Intermec study shows distribution centers lose nearly 3,000 hours a year on unproductive workflows
Despite clear inefficiencies, many are reluctant to make change until the damage is done
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Research tends to either confirm hypotheses or reveal surprises. In the case of a recent study conducted by Vanson Bourne on behalf of Intermec, it was a little of both.
The survey base of 250 supply chain, warehouse and distribution managers reported that within the last six months alone 79% of them have been tasked with finding an average 19% cost savings from existing operations, which was no surprise. But despite this mounting pressure, 30% of respondents said they had not conducted a review of workflow processes in the past year. For some, it had been more than three years.
“That was definitely surprising,” said Bruce Stubbs, Intermec industry marketing director for distribution center operations. “These organizations are certainly more reactive than proactive.”
A look at the motivations for workflow process reviews further reinforces that point. Managers who have not held a review in the past year say that only compliance (28%) or poor performance (27%) would prompt them to do so today. The latter point is in stark contrast to those companies that have recently conducted a review and implemented process improvements as a result, who say they are mostly motivated by compliance issues (26%) and continuous improvement programs (22%). Only 9% of these proactive companies rate poor performance as a driver for their action.
Most shocking of all in a world in which every customer’s business is hard won – and even harder kept – are the 16% who say they will not review workflow processes until after a customer complaint has been received.
“When these managers are inside the four walls all day, it can be hard to see where the inefficiencies lie,” said Stubbs. “Unless something is clearly broken, it won’t necessarily come up on their radar.”
Still, many respondents were able to identify those areas most in need of a workflow process review. Packing and loading (20%), followed closely by picking and inventory control (both 18%), were the most inefficient workflows. Similarly, those who had recently conducted a review identified inventory control (53%) and picking (47%) as the two areas where cost savings could most easily be achieved.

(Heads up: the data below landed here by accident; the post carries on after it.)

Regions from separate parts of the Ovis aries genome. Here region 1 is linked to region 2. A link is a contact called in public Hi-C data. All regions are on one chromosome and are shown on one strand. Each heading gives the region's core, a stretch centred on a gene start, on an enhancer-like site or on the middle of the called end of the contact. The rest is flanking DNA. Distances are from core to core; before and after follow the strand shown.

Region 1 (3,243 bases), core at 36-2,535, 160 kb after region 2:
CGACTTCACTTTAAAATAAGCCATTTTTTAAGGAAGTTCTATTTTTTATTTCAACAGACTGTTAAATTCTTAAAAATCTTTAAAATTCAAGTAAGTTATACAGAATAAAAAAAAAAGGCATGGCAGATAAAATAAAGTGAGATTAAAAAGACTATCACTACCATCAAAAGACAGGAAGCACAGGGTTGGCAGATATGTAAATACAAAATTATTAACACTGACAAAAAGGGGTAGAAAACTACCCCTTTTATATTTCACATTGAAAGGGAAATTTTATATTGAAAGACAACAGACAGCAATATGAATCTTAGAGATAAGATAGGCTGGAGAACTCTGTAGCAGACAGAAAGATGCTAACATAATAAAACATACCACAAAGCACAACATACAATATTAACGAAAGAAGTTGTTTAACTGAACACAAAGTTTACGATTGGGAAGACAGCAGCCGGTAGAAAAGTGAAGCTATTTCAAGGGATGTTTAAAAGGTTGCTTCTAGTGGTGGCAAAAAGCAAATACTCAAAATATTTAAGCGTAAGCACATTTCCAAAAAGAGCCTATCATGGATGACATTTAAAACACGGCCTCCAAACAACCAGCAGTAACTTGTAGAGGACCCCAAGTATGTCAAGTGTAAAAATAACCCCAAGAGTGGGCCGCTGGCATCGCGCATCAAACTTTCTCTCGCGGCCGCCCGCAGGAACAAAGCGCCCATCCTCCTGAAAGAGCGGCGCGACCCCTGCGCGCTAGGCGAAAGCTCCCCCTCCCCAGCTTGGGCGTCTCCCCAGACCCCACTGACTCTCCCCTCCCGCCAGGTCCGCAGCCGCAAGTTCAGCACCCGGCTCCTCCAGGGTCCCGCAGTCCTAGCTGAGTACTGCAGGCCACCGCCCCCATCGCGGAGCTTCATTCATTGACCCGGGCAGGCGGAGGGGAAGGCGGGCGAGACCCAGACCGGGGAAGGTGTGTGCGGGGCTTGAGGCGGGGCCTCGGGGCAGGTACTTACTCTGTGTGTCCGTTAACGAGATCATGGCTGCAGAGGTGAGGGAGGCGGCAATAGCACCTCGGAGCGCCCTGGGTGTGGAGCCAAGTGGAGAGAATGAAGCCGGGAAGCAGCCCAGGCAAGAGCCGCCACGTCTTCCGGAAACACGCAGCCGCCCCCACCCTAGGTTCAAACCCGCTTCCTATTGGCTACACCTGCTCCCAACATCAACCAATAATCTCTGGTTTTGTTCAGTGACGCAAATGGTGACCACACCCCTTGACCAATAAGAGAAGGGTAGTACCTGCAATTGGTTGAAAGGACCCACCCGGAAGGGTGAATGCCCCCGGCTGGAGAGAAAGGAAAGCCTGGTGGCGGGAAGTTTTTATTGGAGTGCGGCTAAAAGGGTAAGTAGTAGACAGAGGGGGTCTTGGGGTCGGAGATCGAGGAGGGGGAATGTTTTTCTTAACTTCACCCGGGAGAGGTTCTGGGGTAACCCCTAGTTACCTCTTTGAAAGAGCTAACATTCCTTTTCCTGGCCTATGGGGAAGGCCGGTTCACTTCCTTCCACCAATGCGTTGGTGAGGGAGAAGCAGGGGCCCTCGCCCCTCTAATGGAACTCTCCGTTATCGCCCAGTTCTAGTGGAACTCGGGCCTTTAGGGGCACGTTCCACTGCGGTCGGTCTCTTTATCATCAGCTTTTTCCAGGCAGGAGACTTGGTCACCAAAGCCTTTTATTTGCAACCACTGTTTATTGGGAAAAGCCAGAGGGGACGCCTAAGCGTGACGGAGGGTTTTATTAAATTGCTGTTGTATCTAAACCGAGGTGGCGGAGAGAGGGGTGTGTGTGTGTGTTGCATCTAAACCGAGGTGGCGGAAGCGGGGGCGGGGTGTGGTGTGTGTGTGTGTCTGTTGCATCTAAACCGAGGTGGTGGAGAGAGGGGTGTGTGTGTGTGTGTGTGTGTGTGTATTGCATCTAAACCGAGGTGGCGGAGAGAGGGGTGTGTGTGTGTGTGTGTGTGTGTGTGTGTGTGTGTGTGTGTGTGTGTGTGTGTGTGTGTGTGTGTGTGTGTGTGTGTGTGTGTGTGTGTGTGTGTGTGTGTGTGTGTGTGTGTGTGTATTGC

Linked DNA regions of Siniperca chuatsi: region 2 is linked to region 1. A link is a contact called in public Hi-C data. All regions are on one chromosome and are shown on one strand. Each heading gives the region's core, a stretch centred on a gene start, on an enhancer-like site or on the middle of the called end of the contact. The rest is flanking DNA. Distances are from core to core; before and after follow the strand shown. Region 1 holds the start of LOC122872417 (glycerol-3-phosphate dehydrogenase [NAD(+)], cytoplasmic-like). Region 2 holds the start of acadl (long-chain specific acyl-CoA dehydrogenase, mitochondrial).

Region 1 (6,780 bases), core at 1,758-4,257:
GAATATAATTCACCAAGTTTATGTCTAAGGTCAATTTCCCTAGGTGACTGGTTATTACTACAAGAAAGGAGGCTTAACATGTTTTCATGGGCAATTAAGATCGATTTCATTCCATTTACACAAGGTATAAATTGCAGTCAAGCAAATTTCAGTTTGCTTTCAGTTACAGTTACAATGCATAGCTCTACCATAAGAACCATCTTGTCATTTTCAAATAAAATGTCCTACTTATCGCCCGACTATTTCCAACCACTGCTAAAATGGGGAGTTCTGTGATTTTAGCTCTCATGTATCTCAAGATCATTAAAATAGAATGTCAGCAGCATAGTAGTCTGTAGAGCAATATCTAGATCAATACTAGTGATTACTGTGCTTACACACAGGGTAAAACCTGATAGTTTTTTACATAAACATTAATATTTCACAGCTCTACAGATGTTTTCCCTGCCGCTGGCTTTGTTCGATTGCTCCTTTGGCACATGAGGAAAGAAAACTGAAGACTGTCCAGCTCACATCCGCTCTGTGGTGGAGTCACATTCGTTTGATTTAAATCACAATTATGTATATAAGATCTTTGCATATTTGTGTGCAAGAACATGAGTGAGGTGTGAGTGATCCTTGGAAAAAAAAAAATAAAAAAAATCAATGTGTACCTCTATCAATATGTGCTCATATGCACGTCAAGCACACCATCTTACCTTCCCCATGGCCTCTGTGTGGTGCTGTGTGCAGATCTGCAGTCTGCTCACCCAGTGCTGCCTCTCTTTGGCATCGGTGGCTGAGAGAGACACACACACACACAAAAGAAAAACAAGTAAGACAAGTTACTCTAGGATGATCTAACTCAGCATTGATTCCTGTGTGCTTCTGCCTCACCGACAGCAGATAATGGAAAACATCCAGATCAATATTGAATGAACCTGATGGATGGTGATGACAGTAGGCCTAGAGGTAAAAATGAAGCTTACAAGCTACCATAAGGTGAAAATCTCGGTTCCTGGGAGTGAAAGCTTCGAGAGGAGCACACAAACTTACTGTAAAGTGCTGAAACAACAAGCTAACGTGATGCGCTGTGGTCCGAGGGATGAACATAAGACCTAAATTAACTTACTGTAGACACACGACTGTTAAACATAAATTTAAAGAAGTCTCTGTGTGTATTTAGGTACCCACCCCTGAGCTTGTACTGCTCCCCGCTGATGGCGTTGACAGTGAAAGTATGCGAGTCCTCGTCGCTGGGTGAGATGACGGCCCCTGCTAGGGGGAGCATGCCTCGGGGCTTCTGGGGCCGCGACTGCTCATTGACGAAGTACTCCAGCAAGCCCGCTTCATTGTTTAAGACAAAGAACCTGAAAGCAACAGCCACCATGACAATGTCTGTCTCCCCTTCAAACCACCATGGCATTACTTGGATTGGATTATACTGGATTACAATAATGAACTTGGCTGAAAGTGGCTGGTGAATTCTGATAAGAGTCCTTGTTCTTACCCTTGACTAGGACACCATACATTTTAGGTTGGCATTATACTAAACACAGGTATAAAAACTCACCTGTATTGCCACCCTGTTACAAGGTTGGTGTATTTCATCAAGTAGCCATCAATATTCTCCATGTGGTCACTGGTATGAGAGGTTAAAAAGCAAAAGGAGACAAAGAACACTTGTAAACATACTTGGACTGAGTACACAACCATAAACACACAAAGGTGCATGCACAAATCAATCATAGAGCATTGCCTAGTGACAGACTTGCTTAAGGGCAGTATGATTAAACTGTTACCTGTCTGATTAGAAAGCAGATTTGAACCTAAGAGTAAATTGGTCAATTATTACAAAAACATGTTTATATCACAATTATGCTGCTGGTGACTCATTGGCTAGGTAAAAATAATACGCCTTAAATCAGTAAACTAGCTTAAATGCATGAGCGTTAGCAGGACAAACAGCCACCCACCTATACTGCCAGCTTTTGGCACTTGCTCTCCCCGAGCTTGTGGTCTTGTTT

According to the survey results, over an eight hour shift each worker loses an average of 15 minutes of productivity in an inefficient process. For a warehouse with 50 workers, this adds up to nearly 3,000 hours a year.
When asked how to improve performance across the warehouse and distribution center, the overwhelming majority of managers (89%) said they believed investment in new technology would ensure greater worker productivity. There is also increased awareness of the value of even very small improvements. Nearly two-thirds (60%) agree that “Large time and cost savings opportunities can be found in gaining back mere seconds in operations workflows.” Stubbs pointed to employee travel and hardware limitations, such as a worker in receiving who must walk back and forth to a printer for each label. In such a case, mobile printers could have an immediate and significant impact.
Other improvements might require no outlay at all. Many suppliers will gladly tour a facility with the customer to assist with process reviews, and many improvements might be supported by the existing system. Having made an investment into software or hardware, said Stubbs, the customer can maximize that investment by developing a strong relationship with the supplier. Whether by exploring task interleaving or deploying mobile printers, the study shows most customers have room to improve.
“Anyone doing anything paper-based are the companies with the lowest-hanging fruit,” said Stubbs, who also emphasized the importance of executive backing for efficiency initiatives. “With that support, managers and workers will get creative.”
About the AuthorJosh Bond, Contributing Editor Josh Bond is Senior Editor for Modern, and was formerly Modern’s lift truck columnist and associate editor. He has a degree in Journalism from Keene State College and has studied business management at Franklin Pierce University.
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